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Sleepwalkers are more likely to endanger themselves than anyone else.Actually, injuries caused by such things as tripping and loss of balance are common for sleep walkers. When sleepwalkers are a danger to themselves or others (for example, when climbing up or down steps or trying to use a potentially dangerous tool such as a stove or a knife), steering them away from the danger and back to bed is advisable. It has even been reported that people have died or were injured as a result of sleepwalking. Sleepwalking should not be confused with psychosis.

Sleepwalking has in rare cases been used as a defense (sometimes successfully) against charges of murder.

Symptoms:

* eyes open during sleep
* may have blank facial expression
* may sit up and appear awake during sleep
* walking during sleep
* other detailed activity during sleep, any sort
* no recall of the event upon awaking
* confusion, disorientation on awakening
* sleep talking is incomprehensible and non-purposeful

Diagnosis:

Usually, no further examination and testing is necessary. If sleepwalking is frequent or persistent, examination to rule out other disorders (such as partial complex seizures) may be appropriate. It may also be appropriate to undergo a psychologic evaluation to determine causes such as excessive anxiety or stress, or medical evaluation to rule out other causes.

Treatment:

Usually no specific treatment for sleepwalking is needed.

Safety measures may be necessary to prevent injury. This may include modifying the environment by moving objects such as electrical cords or furniture to reduce tripping and falling. Stairways may need to be blocked off with a gate.

In some cases, short-acting tranquilizers have been helpful in reducing the incidence of sleepwalking.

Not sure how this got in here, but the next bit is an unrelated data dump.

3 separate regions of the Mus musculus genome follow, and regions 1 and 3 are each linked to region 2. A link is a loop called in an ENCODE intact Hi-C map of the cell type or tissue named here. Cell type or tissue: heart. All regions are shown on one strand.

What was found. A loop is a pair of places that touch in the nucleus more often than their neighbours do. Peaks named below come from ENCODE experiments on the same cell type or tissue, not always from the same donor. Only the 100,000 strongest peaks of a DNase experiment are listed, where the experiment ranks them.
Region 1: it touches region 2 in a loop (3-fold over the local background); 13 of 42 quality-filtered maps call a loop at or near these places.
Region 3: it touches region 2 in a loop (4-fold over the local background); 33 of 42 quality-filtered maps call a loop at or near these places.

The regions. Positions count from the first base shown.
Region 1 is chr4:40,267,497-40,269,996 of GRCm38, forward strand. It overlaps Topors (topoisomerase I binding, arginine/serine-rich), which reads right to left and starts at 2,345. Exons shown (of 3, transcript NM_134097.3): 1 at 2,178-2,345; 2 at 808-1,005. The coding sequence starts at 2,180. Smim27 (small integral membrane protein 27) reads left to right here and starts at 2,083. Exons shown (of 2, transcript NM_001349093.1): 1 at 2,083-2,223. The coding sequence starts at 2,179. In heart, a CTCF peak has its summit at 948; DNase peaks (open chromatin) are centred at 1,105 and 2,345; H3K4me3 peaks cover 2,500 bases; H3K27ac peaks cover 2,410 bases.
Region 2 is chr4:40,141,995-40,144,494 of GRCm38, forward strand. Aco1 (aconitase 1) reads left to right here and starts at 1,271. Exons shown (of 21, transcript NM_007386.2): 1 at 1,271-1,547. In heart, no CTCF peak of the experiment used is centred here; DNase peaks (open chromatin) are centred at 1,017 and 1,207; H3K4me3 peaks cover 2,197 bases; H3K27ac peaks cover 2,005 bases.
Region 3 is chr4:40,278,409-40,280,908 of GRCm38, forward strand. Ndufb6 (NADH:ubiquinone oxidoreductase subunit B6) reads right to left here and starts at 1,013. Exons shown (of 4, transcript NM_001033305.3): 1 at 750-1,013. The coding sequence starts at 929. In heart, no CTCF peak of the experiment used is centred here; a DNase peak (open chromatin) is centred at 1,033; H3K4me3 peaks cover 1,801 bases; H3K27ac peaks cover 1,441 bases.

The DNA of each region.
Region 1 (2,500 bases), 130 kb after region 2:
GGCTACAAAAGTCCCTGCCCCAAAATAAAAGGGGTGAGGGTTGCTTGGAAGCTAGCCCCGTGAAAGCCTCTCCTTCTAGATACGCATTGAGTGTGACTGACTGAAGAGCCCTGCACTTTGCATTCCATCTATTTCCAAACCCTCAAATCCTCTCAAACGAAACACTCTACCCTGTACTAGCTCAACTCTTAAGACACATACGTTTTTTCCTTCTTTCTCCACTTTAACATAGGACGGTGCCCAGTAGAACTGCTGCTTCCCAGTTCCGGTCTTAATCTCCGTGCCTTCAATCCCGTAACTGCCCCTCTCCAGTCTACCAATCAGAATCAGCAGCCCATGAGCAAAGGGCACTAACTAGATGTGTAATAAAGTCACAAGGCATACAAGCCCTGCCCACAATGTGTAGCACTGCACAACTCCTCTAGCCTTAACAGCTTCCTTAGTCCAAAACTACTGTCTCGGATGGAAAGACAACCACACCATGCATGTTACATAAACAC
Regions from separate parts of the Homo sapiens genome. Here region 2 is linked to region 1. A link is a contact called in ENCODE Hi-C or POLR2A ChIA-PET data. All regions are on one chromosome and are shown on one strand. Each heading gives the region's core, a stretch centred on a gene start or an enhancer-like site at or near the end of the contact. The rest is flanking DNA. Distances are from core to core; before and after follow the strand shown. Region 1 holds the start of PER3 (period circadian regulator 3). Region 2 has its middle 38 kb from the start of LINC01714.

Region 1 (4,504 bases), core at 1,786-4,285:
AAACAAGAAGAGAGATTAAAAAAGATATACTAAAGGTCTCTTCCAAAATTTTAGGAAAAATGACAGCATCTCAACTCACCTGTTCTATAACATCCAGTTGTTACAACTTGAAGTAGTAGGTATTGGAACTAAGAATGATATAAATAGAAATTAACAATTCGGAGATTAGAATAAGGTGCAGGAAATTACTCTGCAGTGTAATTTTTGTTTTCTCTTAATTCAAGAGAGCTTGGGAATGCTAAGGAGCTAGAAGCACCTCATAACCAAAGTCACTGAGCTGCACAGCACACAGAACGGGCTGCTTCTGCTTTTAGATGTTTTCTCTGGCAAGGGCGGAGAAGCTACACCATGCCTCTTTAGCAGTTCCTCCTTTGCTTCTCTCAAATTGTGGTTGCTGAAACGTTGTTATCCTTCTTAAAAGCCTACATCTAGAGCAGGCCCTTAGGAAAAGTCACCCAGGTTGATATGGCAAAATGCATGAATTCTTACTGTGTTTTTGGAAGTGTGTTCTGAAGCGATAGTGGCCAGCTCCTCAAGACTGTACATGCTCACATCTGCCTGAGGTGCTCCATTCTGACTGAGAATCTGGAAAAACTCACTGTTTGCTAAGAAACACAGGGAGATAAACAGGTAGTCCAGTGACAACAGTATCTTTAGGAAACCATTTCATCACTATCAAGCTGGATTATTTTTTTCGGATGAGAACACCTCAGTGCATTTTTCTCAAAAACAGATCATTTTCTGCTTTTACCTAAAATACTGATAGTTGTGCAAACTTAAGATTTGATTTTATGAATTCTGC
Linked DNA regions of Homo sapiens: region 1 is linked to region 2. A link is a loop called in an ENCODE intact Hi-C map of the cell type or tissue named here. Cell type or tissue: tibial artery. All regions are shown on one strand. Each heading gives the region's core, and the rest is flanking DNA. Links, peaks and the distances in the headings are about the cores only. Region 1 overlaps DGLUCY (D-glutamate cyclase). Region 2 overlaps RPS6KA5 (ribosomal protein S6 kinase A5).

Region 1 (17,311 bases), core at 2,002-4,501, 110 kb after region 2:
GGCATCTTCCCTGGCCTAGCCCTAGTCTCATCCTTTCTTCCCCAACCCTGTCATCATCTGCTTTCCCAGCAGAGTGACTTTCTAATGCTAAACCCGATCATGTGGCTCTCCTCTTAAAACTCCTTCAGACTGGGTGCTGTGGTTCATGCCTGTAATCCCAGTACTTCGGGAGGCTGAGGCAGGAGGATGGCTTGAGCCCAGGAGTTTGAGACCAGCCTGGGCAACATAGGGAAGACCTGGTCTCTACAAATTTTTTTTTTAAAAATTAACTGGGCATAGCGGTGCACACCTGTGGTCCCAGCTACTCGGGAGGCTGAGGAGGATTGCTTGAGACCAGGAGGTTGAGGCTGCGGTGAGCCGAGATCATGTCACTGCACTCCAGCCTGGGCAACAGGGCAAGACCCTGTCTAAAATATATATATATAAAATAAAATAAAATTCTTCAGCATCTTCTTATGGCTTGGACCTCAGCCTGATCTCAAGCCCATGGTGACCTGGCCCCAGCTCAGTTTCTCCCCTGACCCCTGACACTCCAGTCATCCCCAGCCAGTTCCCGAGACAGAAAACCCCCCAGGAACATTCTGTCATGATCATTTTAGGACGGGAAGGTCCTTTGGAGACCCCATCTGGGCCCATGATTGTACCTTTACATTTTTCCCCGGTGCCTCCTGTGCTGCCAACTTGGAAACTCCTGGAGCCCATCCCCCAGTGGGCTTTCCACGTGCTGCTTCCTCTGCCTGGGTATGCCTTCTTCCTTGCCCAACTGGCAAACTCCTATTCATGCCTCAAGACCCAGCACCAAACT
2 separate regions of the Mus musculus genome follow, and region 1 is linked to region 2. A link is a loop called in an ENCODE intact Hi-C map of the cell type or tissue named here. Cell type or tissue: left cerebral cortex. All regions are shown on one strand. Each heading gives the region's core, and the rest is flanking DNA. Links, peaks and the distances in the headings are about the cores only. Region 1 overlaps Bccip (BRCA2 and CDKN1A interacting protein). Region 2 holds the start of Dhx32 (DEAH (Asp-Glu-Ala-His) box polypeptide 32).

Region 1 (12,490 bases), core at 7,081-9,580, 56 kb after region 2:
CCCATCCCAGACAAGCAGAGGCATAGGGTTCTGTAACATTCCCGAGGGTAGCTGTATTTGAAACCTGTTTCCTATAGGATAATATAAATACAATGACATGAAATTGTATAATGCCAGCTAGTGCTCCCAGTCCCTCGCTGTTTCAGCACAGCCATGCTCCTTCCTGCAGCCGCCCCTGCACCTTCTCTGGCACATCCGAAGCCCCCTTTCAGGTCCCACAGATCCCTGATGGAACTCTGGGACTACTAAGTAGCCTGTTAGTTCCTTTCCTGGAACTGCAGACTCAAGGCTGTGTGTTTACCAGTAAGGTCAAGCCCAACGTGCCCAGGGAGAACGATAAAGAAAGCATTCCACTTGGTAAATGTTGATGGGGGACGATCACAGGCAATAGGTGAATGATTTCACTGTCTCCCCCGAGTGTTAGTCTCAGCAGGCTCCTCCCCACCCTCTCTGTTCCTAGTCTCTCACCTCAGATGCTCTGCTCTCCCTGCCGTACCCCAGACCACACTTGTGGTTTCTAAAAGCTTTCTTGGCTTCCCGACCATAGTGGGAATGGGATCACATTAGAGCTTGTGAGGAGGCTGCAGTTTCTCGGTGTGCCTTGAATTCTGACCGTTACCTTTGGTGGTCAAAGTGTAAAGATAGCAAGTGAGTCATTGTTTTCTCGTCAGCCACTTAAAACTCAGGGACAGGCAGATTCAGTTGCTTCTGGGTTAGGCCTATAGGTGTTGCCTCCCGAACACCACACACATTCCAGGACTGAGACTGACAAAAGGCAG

For kids who sleepwalk often, doctors may recommend a treatment called scheduled awakening. This disrupts the sleep cycle enough to help stop sleepwalking. In rare cases, a doctor may prescribe medication to help someone sleep.

Prognosis:
Sleepwalking may or may not reduce with age. It usually does not indicate a serious disorder, although it can be a symptom of other disorders.

Prevention:
# Relax at bedtime by listening to soft music or relaxation tapes.
# Have a regular sleep schedule and stick to it.
# Keep noise and lights to a minimum while you’re trying to sleep.
# Avoid the use of alcohol or central nervous system depressants if prone to sleepwalking.
# Avoid fatigue or insomnia, because this can instigate an episode of sleepwalking.
# Avoid or minimize stress, anxiety, and conflict, which can worsen the condition

Statistics:-

* Eighteen percent of the world’s population is prone to sleepwalking.
* Somewhere between 1% and 16.7% of U.S. children sleepwalk, and juveniles are more prone to the activity.[citation needed]
* One study showed that the highest prevalence of sleepwalking was 16.7% for children of 11–12 years of age.[citation needed]
* Males are more likely to sleepwalk than females.[citation needed]

Activities such as eating, bathing, urinating, dressing, driving cars, whistling, and committing murder have been reported or claimed to have occurred during sleepwalking. Contrary to popular belief, most cases of sleepwalking do not consist of walking around (without the conscious knowledge of the subject). Most cases of somnambulism occur when the person is awakened (something or someone disturbs their SWS); the person may sit up, look around and immediately go back to sleep. But these kinds of incidences are rarely noticed or reported unless recorded in a sleep clinic.[citation needed]

Sleepwalkers engage in their activities with their eyes open so they can navigate their surroundings, not with their eyes closed and their arms outstretched, as often parodied in cartoons and films. The subject’s eyes may have a glazed or empty appearance, and if questioned, the subject will be slow to answer and may be unable to respond in an intelligible manner.

Disclaimer: This information is not meant to be a substitute for professional medical advise or help. It is always best to consult with a Physician about serious health concerns. This information is in no way intended to diagnose or prescribe remedies.This is purely for educational purpose.

Resources:

http://www.medicinenet.com/sleepwalking/article.htm
http://en.wikipedia.org/wiki/Sleepwalking
http://kidshealth.org/kid/stay_healthy/body/sleepwalking.html